"Behind and prior to every vocation to the priesthood or the consecrated life there is always someone’s powerful and intense prayer: a grandmother’s, a grandfather’s, a mother’s, a father’s, a community’s; This is why Jesus said: ‘Pray to the Lord of the harvest,’ that is, God the Father, ‘that he might send workers for the harvest!’ (Matthew 9:38) Vocations are born in prayer and from prayer; and only in prayer can they persevere and bear fruit.” – Pope Francis
Q. My boss is a complete micromanager – I feel as if I might as well not even be there, since she rewrites all my letters, and is constantly looking over my shoulder. Is there any way to get her to stop?
A. Don’t count on it. When subordinates feel harassed and diminished, they get defensive – either passively or aggressively. The boss becomes a fixation, a target. You can’t change her. But you can shrewdly manage yourself in a bad situation.
Mike says: Jenny wants to get a tattoo – I am really opposed to this and think it is immoral to “deface” our bodies that way. We are fighting about this all the time.
She says:“It’s my body. I can do to it what I want.”
Jenny says: It’s my body – not Mike’s. I don’t think it’s any of his business if I get a tattoo. I don’t tell him to shave his beard.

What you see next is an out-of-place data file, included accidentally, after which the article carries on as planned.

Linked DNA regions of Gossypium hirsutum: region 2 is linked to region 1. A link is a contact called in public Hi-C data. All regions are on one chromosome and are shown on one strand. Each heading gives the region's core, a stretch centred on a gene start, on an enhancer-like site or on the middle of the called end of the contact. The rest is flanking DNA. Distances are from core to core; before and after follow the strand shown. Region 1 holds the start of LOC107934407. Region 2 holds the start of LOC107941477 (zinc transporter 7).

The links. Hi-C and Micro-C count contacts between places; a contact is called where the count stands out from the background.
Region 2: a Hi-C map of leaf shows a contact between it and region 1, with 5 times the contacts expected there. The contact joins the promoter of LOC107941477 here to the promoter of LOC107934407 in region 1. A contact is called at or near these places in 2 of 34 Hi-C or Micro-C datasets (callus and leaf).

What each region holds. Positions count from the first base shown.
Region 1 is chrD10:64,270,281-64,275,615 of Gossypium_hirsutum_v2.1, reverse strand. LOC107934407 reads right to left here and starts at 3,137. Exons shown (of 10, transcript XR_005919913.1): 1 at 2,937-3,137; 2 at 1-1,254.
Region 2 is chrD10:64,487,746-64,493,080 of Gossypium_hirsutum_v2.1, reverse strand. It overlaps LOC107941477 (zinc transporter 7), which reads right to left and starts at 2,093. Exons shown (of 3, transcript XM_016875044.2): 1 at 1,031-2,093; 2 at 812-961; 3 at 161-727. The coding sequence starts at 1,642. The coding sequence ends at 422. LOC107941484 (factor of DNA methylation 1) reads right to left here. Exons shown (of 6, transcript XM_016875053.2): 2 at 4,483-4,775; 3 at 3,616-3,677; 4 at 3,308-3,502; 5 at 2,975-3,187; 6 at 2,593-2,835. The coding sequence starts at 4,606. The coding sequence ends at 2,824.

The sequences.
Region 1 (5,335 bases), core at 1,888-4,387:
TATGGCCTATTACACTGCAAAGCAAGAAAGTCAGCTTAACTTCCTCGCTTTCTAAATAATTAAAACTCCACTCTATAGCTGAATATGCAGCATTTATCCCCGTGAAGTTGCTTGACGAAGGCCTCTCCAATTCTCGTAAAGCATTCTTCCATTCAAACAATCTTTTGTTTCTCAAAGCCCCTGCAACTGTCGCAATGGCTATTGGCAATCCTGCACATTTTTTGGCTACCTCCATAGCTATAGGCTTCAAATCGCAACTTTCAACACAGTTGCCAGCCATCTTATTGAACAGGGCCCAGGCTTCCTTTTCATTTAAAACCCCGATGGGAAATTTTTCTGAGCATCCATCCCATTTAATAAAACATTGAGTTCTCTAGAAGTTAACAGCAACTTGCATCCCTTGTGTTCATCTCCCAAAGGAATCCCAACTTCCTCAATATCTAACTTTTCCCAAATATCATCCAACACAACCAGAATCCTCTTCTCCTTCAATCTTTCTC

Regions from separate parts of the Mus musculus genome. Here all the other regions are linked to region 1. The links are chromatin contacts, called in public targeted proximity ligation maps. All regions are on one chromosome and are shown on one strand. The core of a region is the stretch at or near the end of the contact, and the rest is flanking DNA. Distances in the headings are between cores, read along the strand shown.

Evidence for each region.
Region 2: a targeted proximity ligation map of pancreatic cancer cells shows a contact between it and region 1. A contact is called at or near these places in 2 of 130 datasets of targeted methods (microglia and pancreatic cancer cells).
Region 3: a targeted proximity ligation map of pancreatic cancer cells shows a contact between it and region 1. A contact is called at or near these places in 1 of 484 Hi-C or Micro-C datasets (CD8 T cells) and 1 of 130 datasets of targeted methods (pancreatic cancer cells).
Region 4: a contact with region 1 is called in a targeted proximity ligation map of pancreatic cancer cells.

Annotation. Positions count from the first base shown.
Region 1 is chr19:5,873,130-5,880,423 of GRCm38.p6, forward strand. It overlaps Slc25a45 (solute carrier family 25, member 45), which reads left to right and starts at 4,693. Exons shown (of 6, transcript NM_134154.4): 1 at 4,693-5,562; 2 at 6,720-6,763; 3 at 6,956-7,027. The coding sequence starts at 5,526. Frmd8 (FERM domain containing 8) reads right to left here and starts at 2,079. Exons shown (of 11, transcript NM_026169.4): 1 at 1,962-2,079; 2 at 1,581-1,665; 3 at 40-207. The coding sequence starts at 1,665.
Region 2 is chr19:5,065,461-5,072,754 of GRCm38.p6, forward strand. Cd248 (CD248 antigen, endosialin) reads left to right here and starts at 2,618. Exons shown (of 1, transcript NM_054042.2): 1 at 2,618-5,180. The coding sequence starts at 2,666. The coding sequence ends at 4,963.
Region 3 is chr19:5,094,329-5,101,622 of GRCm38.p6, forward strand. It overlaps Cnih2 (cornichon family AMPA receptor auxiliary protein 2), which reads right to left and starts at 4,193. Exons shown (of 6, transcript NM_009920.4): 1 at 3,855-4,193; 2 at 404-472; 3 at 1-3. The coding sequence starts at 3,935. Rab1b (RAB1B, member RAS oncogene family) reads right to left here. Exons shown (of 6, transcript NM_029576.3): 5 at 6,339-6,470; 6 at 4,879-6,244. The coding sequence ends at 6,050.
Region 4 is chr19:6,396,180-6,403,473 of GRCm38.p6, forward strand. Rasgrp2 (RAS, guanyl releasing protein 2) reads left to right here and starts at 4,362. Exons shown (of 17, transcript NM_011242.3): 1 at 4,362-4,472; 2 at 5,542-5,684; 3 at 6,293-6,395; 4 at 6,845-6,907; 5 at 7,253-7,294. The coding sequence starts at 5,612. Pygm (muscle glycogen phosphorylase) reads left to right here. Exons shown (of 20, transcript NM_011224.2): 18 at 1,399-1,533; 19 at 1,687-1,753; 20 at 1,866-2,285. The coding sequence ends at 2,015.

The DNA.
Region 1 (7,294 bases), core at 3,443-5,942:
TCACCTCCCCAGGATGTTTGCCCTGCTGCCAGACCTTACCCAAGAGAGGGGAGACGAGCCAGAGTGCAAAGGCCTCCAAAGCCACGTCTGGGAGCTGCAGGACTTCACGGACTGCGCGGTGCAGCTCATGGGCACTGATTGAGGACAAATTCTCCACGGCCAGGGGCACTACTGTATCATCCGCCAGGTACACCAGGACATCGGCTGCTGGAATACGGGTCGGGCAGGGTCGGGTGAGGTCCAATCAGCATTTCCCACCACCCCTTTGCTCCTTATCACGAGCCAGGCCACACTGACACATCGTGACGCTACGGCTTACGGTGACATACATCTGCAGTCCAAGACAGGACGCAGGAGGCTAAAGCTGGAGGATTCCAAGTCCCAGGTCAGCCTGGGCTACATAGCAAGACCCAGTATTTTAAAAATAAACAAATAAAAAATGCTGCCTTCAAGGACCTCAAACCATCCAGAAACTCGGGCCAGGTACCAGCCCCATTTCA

My ex-boyfriend won’t stop calling me or sending me cards. We go to the same school, and he keeps leaving notes in my locker. How can I get him to stop?
Legally, harassment is an intentional behavior that is found threatening or disturbing. Your ex-boyfriend is harassing you.
Q. My child recently turned 10 years old. Is that too young to have the talk?
A. Parents in the 1950s were asking this question, too, leading the National Education Association, in collaboration with the American Medical Association, to prepare a book to provide some answers. The questions that were addressed in that book are relevant today, as are the responses.
You can ask God to change a bad condition FOR you, or you can ask God to change it WITH you. Which path do you think God prefers?
"An Autobiography In Five Short Chapters," by Portia Nelson
I walk down the street. There is a deep hole in the sidewalk. I fall in. I am lost. I am helpless. It isn't my fault. It takes forever to find a way out.